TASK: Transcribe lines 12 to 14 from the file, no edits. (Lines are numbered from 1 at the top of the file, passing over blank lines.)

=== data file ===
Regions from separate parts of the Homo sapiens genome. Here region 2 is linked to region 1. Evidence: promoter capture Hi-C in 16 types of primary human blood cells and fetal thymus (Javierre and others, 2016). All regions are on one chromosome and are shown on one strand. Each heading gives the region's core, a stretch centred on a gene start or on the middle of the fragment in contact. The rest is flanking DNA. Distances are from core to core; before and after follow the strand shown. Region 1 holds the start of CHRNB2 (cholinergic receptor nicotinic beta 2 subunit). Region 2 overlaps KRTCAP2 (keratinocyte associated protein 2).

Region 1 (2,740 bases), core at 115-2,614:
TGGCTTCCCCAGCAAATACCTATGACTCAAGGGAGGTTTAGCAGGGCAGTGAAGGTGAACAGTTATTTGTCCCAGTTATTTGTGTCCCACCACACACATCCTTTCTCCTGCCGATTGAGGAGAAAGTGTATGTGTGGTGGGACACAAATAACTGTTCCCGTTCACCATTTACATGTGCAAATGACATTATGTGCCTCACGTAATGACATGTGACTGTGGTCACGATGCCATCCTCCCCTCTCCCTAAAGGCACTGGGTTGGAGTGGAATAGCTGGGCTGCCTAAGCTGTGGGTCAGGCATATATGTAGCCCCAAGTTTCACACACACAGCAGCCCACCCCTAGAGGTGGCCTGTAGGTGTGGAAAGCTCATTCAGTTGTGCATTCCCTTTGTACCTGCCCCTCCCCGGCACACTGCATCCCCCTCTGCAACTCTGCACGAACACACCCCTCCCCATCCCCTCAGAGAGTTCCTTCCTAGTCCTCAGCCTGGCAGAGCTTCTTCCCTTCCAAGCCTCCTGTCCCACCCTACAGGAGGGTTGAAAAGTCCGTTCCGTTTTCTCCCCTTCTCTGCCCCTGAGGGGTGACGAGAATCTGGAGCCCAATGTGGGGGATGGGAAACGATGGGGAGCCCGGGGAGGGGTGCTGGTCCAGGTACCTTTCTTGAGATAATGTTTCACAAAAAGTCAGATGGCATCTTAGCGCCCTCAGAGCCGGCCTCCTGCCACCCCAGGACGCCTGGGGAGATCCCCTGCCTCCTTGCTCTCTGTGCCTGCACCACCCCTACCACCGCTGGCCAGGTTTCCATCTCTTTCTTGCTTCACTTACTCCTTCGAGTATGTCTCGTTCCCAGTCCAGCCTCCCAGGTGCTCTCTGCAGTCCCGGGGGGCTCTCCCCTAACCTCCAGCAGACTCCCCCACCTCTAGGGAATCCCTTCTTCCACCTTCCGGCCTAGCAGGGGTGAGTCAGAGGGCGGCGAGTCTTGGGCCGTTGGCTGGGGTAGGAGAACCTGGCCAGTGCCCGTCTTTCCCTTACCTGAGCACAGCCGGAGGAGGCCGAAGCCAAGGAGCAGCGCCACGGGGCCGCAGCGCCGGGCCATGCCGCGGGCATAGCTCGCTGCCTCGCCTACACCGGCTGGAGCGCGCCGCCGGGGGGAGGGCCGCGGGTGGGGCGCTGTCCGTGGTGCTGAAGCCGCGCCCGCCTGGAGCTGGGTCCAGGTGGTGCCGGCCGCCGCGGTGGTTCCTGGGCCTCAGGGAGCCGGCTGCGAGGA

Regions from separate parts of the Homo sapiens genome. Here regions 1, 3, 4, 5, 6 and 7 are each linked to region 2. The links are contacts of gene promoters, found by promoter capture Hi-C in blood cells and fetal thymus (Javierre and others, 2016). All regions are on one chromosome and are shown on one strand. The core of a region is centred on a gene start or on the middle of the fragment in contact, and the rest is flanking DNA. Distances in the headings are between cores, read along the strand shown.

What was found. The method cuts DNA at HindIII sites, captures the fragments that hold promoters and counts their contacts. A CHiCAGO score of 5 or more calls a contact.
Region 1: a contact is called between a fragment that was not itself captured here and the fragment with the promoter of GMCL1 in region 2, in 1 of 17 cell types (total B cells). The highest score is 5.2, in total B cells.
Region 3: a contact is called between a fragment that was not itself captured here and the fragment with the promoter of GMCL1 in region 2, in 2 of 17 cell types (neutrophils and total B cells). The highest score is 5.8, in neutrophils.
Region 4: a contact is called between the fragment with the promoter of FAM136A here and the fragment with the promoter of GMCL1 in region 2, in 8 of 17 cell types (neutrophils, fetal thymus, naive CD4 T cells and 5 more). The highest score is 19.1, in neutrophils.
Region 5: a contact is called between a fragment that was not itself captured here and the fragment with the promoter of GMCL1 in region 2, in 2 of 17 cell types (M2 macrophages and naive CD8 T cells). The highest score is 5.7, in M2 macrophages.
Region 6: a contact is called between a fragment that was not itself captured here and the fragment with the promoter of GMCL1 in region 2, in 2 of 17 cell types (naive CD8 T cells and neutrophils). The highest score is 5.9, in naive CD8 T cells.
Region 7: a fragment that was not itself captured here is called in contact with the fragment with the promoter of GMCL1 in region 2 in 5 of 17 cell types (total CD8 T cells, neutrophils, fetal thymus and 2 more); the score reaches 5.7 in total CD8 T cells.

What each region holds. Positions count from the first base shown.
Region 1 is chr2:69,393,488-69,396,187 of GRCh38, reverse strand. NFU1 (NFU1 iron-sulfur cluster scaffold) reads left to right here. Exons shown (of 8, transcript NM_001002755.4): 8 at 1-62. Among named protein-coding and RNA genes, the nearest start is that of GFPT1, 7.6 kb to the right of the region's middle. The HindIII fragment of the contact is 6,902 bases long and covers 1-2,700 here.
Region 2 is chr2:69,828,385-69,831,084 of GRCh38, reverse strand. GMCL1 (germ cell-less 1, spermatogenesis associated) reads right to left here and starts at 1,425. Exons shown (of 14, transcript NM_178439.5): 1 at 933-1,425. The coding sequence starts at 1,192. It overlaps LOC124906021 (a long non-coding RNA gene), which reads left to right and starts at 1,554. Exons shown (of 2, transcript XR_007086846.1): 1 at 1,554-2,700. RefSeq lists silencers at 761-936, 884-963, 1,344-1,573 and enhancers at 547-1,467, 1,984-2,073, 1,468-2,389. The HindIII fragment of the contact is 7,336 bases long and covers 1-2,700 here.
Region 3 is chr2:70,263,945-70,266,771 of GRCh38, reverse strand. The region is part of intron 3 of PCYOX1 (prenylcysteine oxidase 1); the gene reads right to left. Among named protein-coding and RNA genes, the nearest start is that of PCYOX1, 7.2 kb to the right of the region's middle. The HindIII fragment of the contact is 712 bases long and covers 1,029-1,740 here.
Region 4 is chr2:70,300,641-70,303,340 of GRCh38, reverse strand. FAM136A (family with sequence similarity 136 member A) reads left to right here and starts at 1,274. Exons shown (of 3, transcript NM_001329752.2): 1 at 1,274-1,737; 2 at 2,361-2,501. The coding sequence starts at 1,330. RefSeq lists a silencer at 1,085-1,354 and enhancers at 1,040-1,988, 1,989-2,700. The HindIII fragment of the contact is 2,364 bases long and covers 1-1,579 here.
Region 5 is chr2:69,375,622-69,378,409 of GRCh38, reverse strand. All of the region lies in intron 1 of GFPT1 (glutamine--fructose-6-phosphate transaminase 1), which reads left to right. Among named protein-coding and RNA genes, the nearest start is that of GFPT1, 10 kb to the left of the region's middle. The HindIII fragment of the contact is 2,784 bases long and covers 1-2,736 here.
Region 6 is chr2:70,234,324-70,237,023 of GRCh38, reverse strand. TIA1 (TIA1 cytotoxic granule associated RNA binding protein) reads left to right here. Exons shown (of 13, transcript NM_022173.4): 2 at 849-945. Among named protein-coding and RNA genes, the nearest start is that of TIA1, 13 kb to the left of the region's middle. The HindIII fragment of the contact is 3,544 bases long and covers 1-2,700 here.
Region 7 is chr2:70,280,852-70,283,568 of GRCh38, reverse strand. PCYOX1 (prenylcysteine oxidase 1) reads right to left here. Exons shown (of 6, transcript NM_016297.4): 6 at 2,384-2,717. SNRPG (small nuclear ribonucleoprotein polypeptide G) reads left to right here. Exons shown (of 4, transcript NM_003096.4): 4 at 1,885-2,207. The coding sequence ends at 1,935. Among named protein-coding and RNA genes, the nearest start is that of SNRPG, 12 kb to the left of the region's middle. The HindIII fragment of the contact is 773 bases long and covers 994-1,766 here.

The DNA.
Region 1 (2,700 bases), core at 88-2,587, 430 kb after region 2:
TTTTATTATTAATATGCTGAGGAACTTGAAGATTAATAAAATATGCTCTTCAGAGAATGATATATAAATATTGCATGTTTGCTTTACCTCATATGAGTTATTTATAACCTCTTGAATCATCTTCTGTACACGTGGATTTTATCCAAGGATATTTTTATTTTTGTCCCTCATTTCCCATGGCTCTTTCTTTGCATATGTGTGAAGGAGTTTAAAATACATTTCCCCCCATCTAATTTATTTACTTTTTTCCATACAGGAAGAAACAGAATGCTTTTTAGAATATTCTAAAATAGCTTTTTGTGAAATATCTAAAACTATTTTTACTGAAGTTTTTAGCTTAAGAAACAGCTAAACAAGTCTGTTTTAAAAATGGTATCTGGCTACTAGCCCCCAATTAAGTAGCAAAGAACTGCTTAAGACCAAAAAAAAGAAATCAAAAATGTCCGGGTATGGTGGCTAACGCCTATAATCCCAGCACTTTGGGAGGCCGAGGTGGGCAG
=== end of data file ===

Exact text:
What each region holds. Positions count from the first base shown.
Region 1 is chr2:69,393,488-69,396,187 of GRCh38, reverse strand. NFU1 (NFU1 iron-sulfur cluster scaffold) reads left to right here. Exons shown (of 8, transcript NM_001002755.4): 8 at 1-62. Among named protein-coding and RNA genes, the nearest start is that of GFPT1, 7.6 kb to the right of the region's middle. The HindIII fragment of the contact is 6,902 bases long and covers 1-2,700 here.
Region 2 is chr2:69,828,385-69,831,084 of GRCh38, reverse strand. GMCL1 (germ cell-less 1, spermatogenesis associated) reads right to left here and starts at 1,425. Exons shown (of 14, transcript NM_178439.5): 1 at 933-1,425. The coding sequence starts at 1,192. It overlaps LOC124906021 (a long non-coding RNA gene), which reads left to right and starts at 1,554. Exons shown (of 2, transcript XR_007086846.1): 1 at 1,554-2,700. RefSeq lists silencers at 761-936, 884-963, 1,344-1,573 and enhancers at 547-1,467, 1,984-2,073, 1,468-2,389. The HindIII fragment of the contact is 7,336 bases long and covers 1-2,700 here.